Designed by Charles and Ray Eames

Eames Moulded Plastic Stool

Upper half of a light blue Eames Molded Plastic Stool, viewed from a 45-degree angle.
 

Form expressed in plastic

White Eames Molded Plastic Stool with red upholstery, viewed from the front.

Eames Moulded Plastic Stool

Charles and Ray Eames’ career-long exploration of the chair as a single-shell form yielded numerous expressions of this idea, beginning in 1950 with the Moulded Fibreglass Chairs. When the environmental risks associated with fibreglass production were realised, the Moulded Fibreglass Chair was discontinued. In 2001, Herman Miller introduced the Moulded Plastic Chair in recyclable polypropylene. The Eames Moulded Plastic Stool was introduced in 2015. Atop a 4-leg bar- or counter-height base, the durable polypropylene shells look inviting and stylish everywhere Eames Moulded Plastic Stools are used – from cafés and bistros to breakfast nooks and break rooms.

Beyond the growing selection of plastic shell colours, Eames Moulded Plastic Stools are also available fully upholstered or with a seat pad for enhanced comfort. A choice of base colours rounds out your customisation options.

For every need

Charles Eames famously said: “The role of the designer is that of a very good, thoughtful host anticipating the needs of his guests.” With the moulded plastic, fibreglass and wood shell chairs, as well as the wire chair, Charles and Ray Eames created a universal response to what everyone wants from a chair: a simple, gracious form that fits any body and every place.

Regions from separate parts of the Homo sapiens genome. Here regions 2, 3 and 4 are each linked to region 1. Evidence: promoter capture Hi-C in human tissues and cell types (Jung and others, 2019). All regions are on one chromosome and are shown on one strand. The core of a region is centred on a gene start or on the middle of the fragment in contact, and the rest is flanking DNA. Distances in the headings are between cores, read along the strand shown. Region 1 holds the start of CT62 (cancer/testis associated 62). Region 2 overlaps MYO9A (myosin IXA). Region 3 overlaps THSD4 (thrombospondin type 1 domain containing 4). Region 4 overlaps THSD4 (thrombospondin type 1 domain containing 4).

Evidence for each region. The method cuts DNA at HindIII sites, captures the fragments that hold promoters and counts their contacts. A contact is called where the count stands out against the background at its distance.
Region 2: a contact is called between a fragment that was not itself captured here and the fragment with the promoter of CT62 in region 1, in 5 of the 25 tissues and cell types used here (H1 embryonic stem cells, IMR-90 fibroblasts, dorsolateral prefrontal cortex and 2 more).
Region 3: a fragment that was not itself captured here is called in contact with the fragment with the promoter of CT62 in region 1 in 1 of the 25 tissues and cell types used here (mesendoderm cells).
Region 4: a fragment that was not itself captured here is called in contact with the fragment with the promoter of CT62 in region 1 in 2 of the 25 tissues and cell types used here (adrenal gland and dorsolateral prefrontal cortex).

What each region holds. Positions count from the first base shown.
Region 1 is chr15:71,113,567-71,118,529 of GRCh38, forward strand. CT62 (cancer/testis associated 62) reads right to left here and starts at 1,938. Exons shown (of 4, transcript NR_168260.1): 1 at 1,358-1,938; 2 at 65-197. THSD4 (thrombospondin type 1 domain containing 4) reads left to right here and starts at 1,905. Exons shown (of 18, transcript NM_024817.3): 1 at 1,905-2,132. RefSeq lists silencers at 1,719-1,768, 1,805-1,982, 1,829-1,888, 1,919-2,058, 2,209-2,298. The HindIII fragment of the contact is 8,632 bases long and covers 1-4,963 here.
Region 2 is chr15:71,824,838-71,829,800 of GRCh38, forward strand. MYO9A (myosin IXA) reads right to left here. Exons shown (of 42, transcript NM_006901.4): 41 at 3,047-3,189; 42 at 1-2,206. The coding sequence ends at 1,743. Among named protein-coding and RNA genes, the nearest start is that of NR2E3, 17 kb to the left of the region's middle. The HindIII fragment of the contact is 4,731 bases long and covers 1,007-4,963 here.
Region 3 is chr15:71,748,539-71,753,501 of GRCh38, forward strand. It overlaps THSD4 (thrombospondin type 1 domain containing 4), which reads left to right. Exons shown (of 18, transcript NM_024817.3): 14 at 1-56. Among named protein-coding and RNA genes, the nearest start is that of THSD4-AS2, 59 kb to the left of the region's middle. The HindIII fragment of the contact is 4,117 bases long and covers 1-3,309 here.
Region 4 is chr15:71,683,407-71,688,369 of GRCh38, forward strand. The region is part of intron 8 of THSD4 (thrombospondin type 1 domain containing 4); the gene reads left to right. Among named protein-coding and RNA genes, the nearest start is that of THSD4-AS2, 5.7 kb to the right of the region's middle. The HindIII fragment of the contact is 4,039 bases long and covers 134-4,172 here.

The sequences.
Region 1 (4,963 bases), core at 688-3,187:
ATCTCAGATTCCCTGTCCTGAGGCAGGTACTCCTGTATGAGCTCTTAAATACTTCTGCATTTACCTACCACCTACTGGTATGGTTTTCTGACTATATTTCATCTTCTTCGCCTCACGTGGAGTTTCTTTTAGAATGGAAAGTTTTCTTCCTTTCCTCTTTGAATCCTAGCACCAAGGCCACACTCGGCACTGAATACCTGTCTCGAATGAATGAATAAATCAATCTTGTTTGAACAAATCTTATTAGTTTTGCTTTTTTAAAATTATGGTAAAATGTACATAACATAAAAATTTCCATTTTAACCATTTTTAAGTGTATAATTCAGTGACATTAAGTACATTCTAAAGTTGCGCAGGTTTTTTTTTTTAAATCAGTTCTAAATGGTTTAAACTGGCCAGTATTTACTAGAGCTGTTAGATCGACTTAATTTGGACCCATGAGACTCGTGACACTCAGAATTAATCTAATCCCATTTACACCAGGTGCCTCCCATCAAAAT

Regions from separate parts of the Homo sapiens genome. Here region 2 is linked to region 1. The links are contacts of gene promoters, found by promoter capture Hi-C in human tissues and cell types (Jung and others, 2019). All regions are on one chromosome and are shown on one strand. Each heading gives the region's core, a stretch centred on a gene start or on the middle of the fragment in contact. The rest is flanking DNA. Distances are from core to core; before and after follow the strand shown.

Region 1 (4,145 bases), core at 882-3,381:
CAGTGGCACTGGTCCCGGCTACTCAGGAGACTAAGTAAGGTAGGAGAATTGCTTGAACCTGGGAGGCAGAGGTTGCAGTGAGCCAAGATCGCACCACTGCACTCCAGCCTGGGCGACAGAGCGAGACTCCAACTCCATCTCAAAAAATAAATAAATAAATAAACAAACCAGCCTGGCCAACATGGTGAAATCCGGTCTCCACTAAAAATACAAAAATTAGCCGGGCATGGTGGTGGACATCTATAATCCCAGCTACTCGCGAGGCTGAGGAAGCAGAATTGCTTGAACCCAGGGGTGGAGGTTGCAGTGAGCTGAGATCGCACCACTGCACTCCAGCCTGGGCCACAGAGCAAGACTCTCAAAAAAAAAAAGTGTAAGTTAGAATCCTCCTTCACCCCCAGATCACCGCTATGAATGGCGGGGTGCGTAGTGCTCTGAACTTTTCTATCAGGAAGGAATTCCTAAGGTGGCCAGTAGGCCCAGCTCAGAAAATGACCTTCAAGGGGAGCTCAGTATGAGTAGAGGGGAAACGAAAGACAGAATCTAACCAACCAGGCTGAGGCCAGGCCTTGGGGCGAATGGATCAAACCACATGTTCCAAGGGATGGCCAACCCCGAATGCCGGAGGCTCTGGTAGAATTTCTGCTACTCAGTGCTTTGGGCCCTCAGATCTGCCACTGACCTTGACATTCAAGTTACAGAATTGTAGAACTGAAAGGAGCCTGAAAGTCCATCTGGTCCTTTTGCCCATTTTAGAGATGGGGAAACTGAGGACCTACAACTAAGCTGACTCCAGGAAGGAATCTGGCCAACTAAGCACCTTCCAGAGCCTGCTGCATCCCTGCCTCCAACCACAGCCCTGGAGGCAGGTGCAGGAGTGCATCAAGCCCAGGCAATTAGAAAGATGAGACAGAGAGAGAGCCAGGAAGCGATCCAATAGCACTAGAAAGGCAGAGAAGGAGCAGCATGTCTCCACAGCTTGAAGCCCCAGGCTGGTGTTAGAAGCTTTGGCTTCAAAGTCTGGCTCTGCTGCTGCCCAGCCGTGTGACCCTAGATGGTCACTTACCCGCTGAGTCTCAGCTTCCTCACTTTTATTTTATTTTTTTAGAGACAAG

A poster showing photos of various mid-century modern furniture pieces.
Ray and Charles Eames, designers of the Eames Molded Wood Stool.

In every way

Born out of Charles Eames’ and Eero Saarinen’s early investigations into the moulding of plywood at Cranbrook Academy, Michigan, in 1939, and continued with Ray at the Eames studio in Venice, California, the moulded chair is a prime example of the Eames iterative process and their desire to make “the best for the most for the least”. With each new form, finish and configuration, the Eames continued to push the boundaries of what the shell chair could be: after experimenting with single-form plywood and stamped metal, they turned to fibreglass and experimented with bent wire; when fibreglass production proved unhealthy for the environment, the decision was made to switch production to a safer plastic; and now, with advancements in safe fibreglass composition and dynamic veneer technologies, the evolution continues with the Moulded Fibreglass and Moulded Wood Chairs.

For everyone

The Eames shell chair was designed on the principle of adaptability, offering innumerable configurations to serve a wide variety of applications and environments. It’s what makes the chair a classic worthy of museum collections, as well as living rooms, laundrettes, lobbies and cafés. It’s also what makes it a great first piece of furniture to buy in your twenties, that’s still worthy and relevant enough to hand down to your children 20 years later. A diverse selection of shell, base, colour and finish options enable you to create your perfect chair. Just like every person, every chair has a story.

Historical images of eight chairs designed by Charles and Ray Eames.

The role of the designer is that of a very good, thoughtful host anticipating the needs of his guests.

More about Charles & Ray Eames

Product Designers Ray and Charles Eames